Saturday, 21 June 2014

PyQtGraph: Box scenery

This post is about creating something like...

...using pyqtgraph.


Because of a project involving solar-thermal panels, at the beginning of this year, I realized that the way of obtaining how much shadow-per-year-percentage an object projects over another object was very inaccurate. So I attempted  to create a sun-simulator, where you place the objects that are near to the place you want to study and then, run a script that draws shadows (with their grey color as a function of the % of shadow) over the place. That way, you can smartly place your solar collector.

I've not gone that further, I left the (short) development once I knew that something ~ similar existed for free. Don't reinvent the wheel.

But I want to show this, because maybe it helps you to go a step forward with your own project.

The code is posted here (there are comments explaining how to create "buildings" and "panels")

If you have pyqtgraph in your system, copy and paste the code in a python terminal and you should see something.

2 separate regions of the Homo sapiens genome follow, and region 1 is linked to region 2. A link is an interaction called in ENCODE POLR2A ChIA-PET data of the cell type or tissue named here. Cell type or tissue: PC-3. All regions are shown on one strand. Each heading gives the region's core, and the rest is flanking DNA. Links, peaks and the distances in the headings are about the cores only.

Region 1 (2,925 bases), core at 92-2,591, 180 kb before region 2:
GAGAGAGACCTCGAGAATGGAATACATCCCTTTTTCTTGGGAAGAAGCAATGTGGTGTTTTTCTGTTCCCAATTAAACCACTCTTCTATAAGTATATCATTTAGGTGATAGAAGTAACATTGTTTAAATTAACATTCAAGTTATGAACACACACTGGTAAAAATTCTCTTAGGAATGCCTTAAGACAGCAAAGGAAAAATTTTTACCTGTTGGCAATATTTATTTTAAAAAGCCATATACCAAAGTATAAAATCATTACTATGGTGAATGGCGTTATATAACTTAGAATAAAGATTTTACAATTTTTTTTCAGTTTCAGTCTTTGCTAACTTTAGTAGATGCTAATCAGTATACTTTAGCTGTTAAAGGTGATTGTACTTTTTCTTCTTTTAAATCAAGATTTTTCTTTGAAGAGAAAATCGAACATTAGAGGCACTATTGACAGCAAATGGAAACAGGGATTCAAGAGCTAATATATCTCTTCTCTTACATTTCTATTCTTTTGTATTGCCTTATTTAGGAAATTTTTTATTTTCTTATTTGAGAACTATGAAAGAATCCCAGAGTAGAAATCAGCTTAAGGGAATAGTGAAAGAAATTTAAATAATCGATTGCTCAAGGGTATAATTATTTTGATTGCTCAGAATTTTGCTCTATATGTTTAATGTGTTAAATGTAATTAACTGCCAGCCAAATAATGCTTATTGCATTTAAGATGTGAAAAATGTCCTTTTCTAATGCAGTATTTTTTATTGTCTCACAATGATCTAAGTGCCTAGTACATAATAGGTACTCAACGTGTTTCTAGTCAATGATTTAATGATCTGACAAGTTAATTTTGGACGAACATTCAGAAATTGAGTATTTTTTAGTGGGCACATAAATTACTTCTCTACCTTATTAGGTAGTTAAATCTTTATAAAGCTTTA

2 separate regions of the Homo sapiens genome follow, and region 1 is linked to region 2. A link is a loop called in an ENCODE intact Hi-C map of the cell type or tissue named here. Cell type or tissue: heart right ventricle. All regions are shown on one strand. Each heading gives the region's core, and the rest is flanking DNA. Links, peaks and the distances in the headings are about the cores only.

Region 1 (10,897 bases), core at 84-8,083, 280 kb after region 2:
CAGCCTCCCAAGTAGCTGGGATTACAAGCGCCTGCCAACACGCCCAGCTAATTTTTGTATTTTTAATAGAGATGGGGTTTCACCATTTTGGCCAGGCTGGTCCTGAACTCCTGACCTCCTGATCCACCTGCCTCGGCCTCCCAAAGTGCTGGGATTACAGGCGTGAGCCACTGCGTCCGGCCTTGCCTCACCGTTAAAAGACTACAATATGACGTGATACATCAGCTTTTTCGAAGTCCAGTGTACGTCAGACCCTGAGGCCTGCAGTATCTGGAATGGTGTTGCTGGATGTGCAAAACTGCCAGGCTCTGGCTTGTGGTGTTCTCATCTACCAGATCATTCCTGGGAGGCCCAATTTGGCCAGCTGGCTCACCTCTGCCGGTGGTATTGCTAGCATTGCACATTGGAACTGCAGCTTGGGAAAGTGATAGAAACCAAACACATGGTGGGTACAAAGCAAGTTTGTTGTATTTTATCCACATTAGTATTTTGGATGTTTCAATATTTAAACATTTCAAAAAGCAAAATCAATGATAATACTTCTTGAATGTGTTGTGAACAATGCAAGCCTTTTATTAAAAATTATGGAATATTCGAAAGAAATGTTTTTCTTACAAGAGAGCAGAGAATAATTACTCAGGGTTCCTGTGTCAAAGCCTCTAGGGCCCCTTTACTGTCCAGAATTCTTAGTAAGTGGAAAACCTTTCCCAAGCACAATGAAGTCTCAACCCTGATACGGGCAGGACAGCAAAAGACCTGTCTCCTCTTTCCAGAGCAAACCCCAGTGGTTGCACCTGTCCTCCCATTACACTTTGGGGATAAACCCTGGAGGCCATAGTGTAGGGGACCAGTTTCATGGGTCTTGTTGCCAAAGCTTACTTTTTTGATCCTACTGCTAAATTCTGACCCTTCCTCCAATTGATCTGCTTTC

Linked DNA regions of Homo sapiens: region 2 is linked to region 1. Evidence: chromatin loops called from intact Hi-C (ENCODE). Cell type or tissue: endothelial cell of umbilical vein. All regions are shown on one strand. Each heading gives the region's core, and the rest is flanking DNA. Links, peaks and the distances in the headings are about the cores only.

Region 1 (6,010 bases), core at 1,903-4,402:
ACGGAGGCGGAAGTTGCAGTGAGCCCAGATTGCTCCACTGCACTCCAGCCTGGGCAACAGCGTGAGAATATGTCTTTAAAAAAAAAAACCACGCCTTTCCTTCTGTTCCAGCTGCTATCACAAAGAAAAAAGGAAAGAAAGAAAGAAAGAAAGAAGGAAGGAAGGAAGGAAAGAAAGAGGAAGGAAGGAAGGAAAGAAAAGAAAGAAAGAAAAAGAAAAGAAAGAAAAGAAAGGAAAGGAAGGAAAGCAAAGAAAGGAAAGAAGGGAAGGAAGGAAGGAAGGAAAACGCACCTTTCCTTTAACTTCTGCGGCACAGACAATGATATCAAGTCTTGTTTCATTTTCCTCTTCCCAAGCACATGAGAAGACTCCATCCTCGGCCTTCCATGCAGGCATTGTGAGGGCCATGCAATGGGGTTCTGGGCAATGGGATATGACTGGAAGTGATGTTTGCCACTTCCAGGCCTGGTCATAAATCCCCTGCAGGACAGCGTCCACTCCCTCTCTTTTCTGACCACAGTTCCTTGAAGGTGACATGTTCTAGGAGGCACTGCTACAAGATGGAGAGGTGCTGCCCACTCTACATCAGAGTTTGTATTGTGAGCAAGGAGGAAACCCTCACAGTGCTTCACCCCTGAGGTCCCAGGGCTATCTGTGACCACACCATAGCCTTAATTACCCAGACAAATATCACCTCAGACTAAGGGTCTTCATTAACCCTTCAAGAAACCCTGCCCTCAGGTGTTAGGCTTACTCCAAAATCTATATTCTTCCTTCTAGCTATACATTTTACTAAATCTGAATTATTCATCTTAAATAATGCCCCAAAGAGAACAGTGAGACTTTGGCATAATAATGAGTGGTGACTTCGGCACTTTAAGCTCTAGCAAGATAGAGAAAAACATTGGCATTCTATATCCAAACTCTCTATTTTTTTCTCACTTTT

I've been playing today with the camera positions, with the remote idea of a video-game in mind.

Camera command (I haven't found this at pyqtgraph docs, but here) example:


Greetings, Javier


  1. add one more line at the end
    in order to run it as a standalone program

  2. Hi Javier, what do you have in mind when you say "something ~ similar existed for free"?

  3. Unknown: Back then I found some free software from the spanish goverment that could do something very similar. Unfortunetly, I could not found it in a quick search, but found a lot of similar tools. With the "~" i want to say that it was free of charge, but not sure about open source.